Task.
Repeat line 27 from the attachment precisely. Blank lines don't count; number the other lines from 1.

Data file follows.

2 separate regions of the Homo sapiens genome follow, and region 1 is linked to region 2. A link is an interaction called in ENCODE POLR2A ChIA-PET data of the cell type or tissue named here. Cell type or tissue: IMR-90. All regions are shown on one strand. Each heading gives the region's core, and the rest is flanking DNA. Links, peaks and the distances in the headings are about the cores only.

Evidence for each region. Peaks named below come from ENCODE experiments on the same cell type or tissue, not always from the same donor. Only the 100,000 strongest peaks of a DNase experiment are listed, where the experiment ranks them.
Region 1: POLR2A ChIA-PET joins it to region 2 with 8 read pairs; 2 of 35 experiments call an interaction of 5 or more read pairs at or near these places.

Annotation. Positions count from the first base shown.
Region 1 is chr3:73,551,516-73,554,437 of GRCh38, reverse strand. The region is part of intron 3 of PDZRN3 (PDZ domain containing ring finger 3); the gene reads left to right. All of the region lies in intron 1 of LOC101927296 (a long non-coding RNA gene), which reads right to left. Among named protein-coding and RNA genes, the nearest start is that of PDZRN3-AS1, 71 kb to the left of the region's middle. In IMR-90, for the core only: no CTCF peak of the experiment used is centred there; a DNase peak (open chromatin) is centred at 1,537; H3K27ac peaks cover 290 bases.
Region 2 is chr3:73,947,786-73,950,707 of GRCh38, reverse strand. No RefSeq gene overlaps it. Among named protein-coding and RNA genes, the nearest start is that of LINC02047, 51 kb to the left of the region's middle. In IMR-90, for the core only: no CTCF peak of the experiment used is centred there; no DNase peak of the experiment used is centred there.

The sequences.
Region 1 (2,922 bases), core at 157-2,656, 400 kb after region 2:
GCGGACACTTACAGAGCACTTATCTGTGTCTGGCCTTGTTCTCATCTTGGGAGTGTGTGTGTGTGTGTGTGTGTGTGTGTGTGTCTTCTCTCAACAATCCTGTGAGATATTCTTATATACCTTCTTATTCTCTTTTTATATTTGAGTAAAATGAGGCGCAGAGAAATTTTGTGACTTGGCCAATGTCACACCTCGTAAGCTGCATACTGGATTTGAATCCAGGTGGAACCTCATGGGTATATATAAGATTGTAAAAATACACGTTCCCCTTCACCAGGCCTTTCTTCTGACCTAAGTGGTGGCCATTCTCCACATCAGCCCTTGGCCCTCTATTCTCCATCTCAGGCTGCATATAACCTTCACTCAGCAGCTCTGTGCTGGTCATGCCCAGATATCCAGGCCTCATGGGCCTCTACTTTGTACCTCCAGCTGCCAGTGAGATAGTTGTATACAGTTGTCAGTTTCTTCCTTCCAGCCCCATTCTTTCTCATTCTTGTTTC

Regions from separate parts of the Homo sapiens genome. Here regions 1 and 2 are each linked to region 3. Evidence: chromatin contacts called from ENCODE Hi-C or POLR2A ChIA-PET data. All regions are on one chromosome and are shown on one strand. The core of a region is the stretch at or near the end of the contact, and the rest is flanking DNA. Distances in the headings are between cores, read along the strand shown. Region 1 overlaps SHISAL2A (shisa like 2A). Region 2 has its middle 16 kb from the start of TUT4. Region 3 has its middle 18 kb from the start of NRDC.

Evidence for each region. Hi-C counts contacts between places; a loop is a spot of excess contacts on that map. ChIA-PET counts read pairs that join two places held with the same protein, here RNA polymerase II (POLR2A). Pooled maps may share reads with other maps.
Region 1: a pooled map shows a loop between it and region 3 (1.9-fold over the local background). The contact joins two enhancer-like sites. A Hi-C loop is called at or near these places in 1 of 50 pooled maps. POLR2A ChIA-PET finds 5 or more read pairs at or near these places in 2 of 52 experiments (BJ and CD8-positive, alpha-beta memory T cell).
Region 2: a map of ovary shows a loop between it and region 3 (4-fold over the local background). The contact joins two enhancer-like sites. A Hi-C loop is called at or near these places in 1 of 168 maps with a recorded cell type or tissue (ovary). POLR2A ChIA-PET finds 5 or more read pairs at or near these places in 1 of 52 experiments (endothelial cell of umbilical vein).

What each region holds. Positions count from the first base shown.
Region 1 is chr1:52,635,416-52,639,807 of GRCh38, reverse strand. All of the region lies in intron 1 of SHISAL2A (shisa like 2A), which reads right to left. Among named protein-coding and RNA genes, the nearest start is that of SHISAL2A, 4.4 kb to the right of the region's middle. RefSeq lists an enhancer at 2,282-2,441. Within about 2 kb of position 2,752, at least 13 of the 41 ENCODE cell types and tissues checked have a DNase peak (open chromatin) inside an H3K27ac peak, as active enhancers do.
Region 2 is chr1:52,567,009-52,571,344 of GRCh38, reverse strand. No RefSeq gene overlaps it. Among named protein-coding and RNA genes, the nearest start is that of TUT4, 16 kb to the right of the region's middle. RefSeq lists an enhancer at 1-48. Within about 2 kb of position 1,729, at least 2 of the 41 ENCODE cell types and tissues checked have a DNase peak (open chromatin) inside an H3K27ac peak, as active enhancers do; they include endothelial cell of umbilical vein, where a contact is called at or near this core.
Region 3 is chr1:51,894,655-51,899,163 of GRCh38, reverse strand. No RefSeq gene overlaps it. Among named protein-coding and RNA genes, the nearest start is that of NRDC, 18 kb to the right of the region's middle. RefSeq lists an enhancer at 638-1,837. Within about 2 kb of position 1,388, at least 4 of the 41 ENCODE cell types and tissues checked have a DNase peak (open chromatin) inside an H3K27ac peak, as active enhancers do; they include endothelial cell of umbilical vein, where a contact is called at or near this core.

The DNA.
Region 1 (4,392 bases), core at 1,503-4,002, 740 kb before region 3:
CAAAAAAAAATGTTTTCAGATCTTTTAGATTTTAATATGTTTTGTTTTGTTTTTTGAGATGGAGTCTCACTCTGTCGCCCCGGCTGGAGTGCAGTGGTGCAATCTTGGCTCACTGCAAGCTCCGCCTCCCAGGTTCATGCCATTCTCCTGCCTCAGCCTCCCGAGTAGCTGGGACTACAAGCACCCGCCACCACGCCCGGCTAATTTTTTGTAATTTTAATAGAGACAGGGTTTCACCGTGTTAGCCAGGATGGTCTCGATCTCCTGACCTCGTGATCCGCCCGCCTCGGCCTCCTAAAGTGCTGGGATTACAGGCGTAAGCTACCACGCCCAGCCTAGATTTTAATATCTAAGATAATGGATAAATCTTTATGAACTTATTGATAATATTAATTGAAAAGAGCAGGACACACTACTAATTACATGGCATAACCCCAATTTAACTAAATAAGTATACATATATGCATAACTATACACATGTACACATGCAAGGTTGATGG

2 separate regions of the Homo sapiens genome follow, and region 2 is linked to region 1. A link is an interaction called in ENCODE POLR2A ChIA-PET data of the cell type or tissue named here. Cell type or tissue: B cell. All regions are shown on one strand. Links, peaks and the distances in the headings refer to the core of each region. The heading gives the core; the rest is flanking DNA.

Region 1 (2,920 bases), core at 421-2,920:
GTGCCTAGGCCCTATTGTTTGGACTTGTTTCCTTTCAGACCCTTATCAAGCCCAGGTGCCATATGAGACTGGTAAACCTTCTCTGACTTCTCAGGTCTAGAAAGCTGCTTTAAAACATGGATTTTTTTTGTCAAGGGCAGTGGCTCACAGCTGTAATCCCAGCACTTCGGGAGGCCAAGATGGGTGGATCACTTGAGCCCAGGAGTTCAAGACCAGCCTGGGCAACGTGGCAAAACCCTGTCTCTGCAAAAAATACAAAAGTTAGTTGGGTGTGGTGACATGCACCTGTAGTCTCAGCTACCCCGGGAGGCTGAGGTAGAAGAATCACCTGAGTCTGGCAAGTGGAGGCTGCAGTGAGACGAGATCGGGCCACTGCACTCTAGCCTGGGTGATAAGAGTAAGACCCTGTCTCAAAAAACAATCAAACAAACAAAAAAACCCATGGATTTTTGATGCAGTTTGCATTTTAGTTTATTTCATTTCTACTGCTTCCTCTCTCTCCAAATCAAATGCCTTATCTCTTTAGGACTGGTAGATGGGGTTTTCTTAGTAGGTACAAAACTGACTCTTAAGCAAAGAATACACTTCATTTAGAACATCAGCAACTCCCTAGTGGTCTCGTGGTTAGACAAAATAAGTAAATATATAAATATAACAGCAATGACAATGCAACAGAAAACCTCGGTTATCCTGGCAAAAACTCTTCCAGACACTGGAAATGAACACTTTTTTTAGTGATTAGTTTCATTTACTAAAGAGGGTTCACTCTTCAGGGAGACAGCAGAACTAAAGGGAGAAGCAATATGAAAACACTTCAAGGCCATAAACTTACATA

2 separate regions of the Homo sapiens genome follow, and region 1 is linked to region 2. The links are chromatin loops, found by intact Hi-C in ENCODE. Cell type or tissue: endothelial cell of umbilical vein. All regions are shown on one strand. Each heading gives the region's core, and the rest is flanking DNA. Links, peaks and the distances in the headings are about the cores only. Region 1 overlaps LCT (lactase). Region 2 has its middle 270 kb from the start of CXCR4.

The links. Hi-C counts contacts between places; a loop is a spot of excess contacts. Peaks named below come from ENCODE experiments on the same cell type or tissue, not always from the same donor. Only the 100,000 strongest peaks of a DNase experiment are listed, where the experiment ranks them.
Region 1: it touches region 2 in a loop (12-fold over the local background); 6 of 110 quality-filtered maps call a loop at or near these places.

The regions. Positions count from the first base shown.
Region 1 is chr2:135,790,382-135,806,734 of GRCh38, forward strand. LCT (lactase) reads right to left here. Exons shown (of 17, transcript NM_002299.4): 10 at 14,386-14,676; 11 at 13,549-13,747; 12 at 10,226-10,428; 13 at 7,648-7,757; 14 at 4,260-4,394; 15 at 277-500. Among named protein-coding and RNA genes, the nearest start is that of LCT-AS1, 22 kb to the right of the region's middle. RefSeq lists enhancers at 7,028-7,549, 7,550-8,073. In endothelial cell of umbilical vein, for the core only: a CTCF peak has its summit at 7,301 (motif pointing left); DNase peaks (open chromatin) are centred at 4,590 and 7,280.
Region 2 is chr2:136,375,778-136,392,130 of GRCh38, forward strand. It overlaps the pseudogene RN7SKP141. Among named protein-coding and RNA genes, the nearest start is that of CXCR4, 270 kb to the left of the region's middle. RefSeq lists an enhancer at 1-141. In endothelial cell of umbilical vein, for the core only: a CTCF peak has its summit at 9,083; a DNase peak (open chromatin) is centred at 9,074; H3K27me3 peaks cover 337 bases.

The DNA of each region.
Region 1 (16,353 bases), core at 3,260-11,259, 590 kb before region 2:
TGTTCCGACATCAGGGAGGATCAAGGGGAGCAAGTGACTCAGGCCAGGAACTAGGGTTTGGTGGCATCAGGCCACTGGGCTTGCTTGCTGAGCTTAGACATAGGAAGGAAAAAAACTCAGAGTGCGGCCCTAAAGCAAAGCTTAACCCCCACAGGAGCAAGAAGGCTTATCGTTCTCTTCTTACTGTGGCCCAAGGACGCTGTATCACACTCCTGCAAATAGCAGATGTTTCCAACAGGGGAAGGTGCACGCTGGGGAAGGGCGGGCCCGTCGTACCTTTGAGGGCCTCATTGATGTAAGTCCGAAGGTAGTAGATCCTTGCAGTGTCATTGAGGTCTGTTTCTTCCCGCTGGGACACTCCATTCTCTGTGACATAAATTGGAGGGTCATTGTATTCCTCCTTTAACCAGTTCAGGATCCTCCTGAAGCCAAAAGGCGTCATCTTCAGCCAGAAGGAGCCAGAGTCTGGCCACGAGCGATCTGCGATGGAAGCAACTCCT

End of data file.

The regions. Positions count from the first base shown.